Education: The solution to stop “these holes” from being drilled may be an honest conversation about why certain initiatives are being implemented. Whether it’s from student performance or a parent survey, data tells a story and can be the impetus for a call to action. We decided last year that our uniform policy needed stricter enforcement. We started the year off on the same page. Students and parents had a clear understanding of the expectation. Recently students suggested ‘free dress days’. I knew this would’t go over well with my staff unless it was aligned to a school-wide initiative. I explained that we would only consider a ‘free dress day’ if it was in support of one of our academic initiatives. We decided that the monies raised would benefit our Urban Agriculture program. Educating the students on the convergence of our interests was a amenable resolution. Likewise, teachers understood and didn’t perceive it as a compromise on our policy but rather as a strategic student-led fundraiser in support of our collective work.
Participation: I was once told that the best leaders “run to their resisters” to participate in school-wide initiatives. Call them up onto the deck, drop the drill for a moment, and come help to lead this project. Let them share their perspective in a way that is tied to the overall mission of the school. In 2013 I worked with a team of 10 high school department chairs in Augusta. I noticed that during our department meetings a few guys were frequently disengaged from the discussion. I devised a plan to have them as part of the agenda of every meeting. One would share a success from his team, another would share a best practice, while another would facilitate a group activity.
Facilitation: We’ve been implementing Guided Reading school-wide. At times, what is perceived as resistance is linked to a knowledge gap. They may just not know how to do it effectively yet. Creating a culture where a growth mindset is conveyed by the leadership is key. “We’re not there yet, but just wait!” Facilitating peer observations and ongoing professional development can absolve the anxiety and resistance to a non-negotiable expectation.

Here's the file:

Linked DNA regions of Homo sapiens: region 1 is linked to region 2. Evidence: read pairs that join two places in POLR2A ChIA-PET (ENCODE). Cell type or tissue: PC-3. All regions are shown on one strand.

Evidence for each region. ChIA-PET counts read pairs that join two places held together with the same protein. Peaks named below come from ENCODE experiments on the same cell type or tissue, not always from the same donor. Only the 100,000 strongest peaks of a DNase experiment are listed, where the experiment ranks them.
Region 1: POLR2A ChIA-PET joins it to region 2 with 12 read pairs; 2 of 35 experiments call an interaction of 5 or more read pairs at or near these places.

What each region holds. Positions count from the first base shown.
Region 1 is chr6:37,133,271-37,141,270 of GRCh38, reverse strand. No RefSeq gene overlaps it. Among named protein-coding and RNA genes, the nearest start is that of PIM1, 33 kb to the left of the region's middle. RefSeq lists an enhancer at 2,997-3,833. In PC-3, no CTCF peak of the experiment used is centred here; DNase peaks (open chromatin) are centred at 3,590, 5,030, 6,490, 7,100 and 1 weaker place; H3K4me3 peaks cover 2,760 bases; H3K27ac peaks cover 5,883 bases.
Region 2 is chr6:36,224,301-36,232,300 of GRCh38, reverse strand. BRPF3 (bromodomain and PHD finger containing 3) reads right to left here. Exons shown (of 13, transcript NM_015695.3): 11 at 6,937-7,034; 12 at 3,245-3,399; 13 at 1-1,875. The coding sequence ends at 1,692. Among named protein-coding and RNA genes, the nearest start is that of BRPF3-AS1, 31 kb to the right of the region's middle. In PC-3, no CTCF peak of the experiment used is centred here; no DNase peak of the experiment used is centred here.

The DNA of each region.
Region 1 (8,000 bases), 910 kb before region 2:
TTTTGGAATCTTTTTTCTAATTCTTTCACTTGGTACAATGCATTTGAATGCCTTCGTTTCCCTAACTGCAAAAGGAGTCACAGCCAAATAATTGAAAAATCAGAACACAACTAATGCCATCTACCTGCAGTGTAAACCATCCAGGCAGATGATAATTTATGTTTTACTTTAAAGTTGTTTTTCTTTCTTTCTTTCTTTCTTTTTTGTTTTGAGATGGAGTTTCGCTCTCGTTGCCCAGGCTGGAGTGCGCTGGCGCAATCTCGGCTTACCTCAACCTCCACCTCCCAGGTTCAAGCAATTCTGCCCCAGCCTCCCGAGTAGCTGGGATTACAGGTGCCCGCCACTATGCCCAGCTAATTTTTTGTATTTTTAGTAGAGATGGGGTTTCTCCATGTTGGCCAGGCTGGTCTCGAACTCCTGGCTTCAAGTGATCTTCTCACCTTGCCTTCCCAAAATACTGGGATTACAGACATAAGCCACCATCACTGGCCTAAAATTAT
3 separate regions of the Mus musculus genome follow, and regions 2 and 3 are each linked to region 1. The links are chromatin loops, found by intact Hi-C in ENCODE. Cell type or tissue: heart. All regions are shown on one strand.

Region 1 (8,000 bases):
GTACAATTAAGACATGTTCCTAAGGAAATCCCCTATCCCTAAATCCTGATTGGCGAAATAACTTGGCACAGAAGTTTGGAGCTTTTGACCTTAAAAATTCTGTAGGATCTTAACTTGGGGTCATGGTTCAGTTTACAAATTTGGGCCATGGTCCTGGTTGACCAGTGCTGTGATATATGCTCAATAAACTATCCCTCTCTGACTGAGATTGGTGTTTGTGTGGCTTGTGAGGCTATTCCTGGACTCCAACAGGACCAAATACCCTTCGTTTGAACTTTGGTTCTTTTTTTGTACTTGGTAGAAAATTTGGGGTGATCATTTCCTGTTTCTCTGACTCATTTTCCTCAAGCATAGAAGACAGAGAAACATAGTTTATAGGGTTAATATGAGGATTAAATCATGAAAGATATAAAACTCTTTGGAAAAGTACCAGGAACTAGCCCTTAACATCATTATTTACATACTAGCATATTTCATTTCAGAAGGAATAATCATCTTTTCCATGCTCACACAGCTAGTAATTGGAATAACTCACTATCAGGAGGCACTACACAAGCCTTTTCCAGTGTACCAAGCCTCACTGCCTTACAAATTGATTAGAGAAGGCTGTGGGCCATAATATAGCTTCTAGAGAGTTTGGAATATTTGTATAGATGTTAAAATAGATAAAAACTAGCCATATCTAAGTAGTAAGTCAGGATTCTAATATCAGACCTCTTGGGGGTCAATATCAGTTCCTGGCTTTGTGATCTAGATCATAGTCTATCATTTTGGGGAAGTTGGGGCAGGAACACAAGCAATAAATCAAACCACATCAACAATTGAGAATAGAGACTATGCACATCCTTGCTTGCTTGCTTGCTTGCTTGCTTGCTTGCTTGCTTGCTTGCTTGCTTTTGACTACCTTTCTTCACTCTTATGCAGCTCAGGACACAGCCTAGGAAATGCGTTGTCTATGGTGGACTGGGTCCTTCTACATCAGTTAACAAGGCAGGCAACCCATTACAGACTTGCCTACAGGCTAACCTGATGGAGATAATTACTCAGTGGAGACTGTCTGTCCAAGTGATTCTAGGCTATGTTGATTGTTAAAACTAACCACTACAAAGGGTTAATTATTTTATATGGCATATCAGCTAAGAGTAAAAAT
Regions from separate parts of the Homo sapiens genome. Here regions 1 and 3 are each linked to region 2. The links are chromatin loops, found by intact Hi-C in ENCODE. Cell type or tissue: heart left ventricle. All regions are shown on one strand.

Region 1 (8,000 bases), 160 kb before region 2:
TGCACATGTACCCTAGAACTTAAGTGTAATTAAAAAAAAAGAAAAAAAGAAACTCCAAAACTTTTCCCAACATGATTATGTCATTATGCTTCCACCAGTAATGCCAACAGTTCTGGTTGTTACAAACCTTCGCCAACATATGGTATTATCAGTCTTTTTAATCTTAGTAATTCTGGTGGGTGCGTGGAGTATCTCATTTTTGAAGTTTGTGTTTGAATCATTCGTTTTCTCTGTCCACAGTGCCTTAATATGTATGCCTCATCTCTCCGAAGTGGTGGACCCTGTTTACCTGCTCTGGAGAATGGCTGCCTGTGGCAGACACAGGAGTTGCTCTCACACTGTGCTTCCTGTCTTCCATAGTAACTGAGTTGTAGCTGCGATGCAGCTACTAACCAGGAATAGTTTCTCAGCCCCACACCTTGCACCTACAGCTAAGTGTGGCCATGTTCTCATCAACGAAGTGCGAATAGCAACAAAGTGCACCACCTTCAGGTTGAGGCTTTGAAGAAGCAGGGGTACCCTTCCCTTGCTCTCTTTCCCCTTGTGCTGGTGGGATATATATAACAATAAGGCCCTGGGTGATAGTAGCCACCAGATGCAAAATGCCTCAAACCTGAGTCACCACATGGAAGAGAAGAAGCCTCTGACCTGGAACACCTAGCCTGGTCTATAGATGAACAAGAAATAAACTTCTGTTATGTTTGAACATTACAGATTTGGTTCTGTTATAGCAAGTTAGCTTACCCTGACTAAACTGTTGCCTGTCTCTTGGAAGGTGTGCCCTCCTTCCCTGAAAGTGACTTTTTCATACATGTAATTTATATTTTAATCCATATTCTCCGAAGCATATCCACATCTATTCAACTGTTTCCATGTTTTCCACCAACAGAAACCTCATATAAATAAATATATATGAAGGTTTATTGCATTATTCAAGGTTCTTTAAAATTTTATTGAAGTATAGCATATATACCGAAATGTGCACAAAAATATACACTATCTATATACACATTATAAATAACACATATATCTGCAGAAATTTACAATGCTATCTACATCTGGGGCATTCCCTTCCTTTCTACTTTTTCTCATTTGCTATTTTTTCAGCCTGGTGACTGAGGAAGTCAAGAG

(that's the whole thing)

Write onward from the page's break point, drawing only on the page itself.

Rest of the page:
Negotiation: In 2000, I worked for Merrill Lynch in the World Financial Center in lower Manhattan. As the trading volume increased, we were called upon to work overtime to process the high volume of trades that were being bought and sold on the New York Stock Exchange. In addition to receiving overtime pay, they provided dinner and a chauffeur driven ride home if you worked past 9 pm. Negotiating with staff can include providing incentives for peak performance such as comp time, early leave, meals, or special recognition for helping the organization meet its objectives.
Coercion: This is the most basic tool for addressing resistance. Helping team members understand that we rise and fall together. The climate of accountability in public education leans in this direction, linking performance and achievement to school ratings, career trajectories and teacher evaluations. Consistent and successful execution of expectations tied explicitly to performance reviews can effectively fill “these holes” being drilled in the ship.
Helping the crew members preoccupied with drilling either find their way up to the main deck or off of the ship is the job of the leader. The ever present sound of drilling will always be heard in the depths of a ship moving in the right direction. Responding to the sound, implementing appropriate countermeasures, and filling the holes is part of the journey of leadership. Ask any leader about resistance and they will share stories of push back, passivity, and apathy on many fronts. Those of us who lead accept it as part of the journey we love. Schools are organic spaces where things are either growing or becoming stagnant. We love seeing teachers thrive, students learning, and parents actively woven into the fabric of the school community. The work of the leader is a labor of love. Nevertheless, we don’t love these holes.